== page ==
Published on January 29th, 2009 | by Alex Felsinger
Iceland To Increase Illegal Killing of Endangered Fin Whales
The Sea Shepherd Conservation Society is calling for a complete economic boycott of Icelandic products after the country’s announcement extending their illegal commercial whaling campaign into the next five years.
Last year, Iceland killed nine endangered Fin whales. A few months back they began exporting the meat from the endangered whales to Japan, which is a clear violation of international law. This year, they want to kill 150.
“There is a huge surge by the whale killing countries this week,” said Sea Shepherd’s Captain Paul Watson. “With Japan, Iceland and Norway flexing their muscles and pushing aggressively for higher quotas and targeting endangered species.”
In 1986, Sea Shepherd notoriously sunk half of Iceland’s whaling fleet while docked at Reykjavik harbor. The group claims the destruction of the ships was the reason the whaling industry in Iceland stalled for 20 years. While they’ve made no mention of plans to do anything similar this time around, they’re clear on their intent to manage a boycott of the whole country.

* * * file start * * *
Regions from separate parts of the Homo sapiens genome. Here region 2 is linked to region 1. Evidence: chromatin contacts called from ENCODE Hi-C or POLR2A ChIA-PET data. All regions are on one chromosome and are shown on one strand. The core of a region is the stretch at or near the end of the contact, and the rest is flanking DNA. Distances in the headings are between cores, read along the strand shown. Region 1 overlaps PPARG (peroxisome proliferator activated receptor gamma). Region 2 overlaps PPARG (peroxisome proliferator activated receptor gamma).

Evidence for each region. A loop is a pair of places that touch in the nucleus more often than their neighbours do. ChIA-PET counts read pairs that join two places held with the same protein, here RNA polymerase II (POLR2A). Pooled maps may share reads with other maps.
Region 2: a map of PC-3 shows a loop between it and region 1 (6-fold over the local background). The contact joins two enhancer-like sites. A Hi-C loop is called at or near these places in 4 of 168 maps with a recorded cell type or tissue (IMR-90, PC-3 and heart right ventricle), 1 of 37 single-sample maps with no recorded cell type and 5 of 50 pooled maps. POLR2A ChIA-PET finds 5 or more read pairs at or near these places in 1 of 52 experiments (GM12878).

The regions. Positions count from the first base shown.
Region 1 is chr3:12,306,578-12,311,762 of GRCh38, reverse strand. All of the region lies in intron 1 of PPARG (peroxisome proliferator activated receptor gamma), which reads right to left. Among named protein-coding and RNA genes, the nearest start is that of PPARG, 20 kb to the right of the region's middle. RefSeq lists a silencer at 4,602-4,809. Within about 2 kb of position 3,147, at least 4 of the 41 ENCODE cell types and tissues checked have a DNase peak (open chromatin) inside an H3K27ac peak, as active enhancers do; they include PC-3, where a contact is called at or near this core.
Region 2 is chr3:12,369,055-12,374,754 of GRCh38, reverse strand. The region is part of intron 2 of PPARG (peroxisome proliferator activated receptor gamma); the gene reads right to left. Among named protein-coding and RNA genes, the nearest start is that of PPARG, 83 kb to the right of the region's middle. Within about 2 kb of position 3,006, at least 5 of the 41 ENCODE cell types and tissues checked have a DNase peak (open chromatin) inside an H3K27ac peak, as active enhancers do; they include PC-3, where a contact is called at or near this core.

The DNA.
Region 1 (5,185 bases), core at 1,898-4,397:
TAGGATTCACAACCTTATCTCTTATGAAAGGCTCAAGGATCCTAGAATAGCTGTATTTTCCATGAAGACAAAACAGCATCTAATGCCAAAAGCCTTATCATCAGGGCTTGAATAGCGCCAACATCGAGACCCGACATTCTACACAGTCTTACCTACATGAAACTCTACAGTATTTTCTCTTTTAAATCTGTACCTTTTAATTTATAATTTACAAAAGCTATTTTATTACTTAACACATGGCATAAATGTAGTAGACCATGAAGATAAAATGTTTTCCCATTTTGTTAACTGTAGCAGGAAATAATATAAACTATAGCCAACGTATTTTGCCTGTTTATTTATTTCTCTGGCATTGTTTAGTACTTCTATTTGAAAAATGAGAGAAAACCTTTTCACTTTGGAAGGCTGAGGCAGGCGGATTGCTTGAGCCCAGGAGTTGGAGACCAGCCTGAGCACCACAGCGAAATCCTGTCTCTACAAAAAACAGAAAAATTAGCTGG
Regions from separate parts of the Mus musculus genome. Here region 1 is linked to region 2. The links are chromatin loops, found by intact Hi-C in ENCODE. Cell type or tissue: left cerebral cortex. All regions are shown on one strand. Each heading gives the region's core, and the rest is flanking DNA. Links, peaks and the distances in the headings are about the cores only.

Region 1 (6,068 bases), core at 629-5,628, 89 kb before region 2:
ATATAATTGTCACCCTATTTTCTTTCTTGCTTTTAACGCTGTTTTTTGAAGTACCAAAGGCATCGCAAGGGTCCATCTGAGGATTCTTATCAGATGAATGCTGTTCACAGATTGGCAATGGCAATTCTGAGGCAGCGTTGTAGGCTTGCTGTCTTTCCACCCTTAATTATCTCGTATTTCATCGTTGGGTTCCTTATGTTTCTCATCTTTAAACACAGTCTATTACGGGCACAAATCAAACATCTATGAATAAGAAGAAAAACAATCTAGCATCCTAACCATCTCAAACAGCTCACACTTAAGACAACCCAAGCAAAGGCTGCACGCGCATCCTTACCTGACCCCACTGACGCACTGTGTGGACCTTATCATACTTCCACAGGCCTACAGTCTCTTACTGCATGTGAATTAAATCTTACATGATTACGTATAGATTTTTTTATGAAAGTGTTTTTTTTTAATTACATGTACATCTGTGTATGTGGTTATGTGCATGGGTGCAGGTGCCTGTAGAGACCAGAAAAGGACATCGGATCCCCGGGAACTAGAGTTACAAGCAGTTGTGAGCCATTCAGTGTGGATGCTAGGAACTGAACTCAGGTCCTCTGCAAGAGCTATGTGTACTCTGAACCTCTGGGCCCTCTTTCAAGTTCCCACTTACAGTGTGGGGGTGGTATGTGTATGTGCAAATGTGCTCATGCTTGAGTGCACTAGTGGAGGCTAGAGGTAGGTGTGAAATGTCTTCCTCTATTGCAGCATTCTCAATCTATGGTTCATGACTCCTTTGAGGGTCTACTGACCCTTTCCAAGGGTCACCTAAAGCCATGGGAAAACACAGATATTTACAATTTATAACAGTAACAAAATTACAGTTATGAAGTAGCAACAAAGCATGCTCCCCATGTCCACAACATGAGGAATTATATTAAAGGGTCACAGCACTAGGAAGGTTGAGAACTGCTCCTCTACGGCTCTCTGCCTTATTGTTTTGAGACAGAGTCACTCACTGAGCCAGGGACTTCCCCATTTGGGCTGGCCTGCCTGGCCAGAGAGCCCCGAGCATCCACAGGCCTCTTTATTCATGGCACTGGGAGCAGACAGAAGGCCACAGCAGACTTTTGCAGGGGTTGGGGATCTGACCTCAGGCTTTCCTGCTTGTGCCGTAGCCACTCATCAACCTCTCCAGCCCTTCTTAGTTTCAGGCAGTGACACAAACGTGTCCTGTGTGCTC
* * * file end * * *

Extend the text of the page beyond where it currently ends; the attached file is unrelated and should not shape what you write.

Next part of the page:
“We’re going to say to people around the world to not buy Icelandic vodka, sweaters, and fish, to not go as tourists to Iceland and to not use Iceland as a refueling station for private jets.” Watson said.
With a shattered economy and a faltering government, an economic boycott would be more effective than ever. Spread the word.
More posts about the effort to end whaling:
- Greenpeace vs. Sea Shepherd: An Unfortunate Conflict
- Secret Whaling Commission Deal Could Increase Japan’s Quota
- New ‘Whale Wars’ TV Show Documents Anti-Whaling Activists
- Japan Plans to Arrest Sea Shepherd Crew
- Sea Shepherd Now has Former US Navy Lieutenant Onboard
- Animal Planet, Daryl Hannah Join Sea Shepherd Crew For More Whale Wars
- “Madagascar Two” Movie Inaccurate According to Sea Shepherd
- Australia, Greenpeace Opt Out of This Winter’s ‘Whale Wars’
- Japan Accuses Animal Planet of EcoTerrorism Prior to “Whale Wars” Premiere
Photo Credit: Sea Shepherd